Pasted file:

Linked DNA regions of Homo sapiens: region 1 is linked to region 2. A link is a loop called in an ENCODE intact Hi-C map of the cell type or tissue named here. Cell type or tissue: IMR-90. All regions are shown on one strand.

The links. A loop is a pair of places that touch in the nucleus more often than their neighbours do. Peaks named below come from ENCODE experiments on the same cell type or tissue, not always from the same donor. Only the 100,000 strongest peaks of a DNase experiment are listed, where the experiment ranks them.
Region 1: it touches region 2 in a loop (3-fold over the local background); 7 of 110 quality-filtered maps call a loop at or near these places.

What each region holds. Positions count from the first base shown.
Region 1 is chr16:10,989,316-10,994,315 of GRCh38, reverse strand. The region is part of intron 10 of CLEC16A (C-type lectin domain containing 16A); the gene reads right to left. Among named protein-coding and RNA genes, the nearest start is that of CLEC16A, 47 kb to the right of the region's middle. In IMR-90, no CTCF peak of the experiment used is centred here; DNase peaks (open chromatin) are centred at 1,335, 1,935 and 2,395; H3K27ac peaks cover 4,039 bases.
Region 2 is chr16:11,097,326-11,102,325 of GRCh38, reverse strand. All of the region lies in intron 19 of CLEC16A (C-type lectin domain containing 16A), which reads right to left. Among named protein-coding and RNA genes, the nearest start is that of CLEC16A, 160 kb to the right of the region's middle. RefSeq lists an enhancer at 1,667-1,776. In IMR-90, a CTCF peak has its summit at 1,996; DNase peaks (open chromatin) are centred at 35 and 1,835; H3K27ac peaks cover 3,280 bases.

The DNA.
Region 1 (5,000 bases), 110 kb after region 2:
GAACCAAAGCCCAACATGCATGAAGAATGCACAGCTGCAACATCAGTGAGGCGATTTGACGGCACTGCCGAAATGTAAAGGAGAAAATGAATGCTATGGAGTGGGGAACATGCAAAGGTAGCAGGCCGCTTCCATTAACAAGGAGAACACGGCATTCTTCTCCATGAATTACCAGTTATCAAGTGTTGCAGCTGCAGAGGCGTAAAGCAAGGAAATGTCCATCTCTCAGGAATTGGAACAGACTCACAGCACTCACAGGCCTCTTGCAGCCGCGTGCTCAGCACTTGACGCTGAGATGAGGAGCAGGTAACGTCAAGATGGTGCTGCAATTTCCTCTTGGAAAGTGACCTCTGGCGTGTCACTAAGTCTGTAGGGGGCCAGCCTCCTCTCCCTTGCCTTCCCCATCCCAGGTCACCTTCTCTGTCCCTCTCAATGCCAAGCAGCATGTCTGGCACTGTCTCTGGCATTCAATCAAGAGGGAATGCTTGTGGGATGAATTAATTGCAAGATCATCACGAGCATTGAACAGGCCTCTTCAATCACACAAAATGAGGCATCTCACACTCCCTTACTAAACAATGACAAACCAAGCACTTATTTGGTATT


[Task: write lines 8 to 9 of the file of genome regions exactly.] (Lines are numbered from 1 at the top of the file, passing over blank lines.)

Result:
Region 1 (5,000 bases), 110 kb after region 2:
GAACCAAAGCCCAACATGCATGAAGAATGCACAGCTGCAACATCAGTGAGGCGATTTGACGGCACTGCCGAAATGTAAAGGAGAAAATGAATGCTATGGAGTGGGGAACATGCAAAGGTAGCAGGCCGCTTCCATTAACAAGGAGAACACGGCATTCTTCTCCATGAATTACCAGTTATCAAGTGTTGCAGCTGCAGAGGCGTAAAGCAAGGAAATGTCCATCTCTCAGGAATTGGAACAGACTCACAGCACTCACAGGCCTCTTGCAGCCGCGTGCTCAGCACTTGACGCTGAGATGAGGAGCAGGTAACGTCAAGATGGTGCTGCAATTTCCTCTTGGAAAGTGACCTCTGGCGTGTCACTAAGTCTGTAGGGGGCCAGCCTCCTCTCCCTTGCCTTCCCCATCCCAGGTCACCTTCTCTGTCCCTCTCAATGCCAAGCAGCATGTCTGGCACTGTCTCTGGCATTCAATCAAGAGGGAATGCTTGTGGGATGAATTAATTGCAAGATCATCACGAGCATTGAACAGGCCTCTTCAATCACACAAAATGAGGCATCTCACACTCCCTTACTAAACAATGACAAACCAAGCACTTATTTGGTATT